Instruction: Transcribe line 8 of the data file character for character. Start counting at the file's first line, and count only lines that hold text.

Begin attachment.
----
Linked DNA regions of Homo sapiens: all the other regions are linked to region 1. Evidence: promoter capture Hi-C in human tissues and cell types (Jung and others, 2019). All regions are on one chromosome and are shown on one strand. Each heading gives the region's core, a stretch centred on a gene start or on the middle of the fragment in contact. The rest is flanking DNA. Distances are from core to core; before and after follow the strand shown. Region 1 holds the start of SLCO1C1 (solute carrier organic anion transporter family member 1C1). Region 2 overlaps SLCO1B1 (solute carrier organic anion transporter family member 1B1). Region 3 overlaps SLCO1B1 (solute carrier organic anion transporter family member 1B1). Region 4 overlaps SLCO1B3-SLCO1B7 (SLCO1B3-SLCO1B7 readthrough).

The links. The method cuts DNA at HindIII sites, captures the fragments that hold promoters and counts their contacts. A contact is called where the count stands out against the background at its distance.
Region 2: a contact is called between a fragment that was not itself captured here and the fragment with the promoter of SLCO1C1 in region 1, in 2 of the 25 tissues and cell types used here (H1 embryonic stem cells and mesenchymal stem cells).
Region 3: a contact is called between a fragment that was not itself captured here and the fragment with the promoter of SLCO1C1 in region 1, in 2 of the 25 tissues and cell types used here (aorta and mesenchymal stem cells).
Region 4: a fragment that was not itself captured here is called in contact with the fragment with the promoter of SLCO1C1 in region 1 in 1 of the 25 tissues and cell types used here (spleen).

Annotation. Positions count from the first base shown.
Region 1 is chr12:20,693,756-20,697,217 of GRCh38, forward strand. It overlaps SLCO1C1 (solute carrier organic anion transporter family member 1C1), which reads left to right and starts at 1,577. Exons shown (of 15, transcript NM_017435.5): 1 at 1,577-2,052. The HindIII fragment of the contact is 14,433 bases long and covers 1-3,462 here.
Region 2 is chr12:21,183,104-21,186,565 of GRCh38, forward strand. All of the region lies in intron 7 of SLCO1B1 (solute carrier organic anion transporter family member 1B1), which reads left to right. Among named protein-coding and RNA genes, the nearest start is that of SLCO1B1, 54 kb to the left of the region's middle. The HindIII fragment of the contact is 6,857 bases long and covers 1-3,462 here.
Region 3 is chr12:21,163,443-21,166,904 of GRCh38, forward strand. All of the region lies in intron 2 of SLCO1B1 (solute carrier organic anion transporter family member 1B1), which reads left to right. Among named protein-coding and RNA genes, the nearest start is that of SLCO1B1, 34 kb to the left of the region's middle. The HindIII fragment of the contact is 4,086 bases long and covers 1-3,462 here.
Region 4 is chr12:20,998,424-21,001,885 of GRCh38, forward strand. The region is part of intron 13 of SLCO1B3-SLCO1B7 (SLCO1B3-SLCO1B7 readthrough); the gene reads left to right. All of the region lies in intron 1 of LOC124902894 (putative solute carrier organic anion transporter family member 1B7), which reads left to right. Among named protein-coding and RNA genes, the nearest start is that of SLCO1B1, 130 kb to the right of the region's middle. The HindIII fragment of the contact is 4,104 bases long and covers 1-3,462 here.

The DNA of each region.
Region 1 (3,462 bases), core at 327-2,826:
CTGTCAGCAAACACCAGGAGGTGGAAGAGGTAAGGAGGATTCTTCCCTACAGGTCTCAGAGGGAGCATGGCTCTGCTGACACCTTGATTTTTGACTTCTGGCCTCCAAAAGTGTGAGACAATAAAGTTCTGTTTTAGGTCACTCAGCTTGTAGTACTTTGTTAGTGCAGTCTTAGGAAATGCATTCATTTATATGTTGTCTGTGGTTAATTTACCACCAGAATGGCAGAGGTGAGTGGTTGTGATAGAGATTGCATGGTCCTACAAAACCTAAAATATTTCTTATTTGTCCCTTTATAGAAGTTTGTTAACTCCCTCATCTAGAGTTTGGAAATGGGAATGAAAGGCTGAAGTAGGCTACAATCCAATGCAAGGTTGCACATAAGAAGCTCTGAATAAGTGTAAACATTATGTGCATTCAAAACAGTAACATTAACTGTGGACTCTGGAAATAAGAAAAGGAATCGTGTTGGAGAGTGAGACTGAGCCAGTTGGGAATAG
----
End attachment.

Region 2 is chr12:21,183,104-21,186,565 of GRCh38, forward strand. All of the region lies in intron 7 of SLCO1B1 (solute carrier organic anion transporter family member 1B1), which reads left to right. Among named protein-coding and RNA genes, the nearest start is that of SLCO1B1, 54 kb to the left of the region's middle. The HindIII fragment of the contact is 6,857 bases long and covers 1-3,462 here.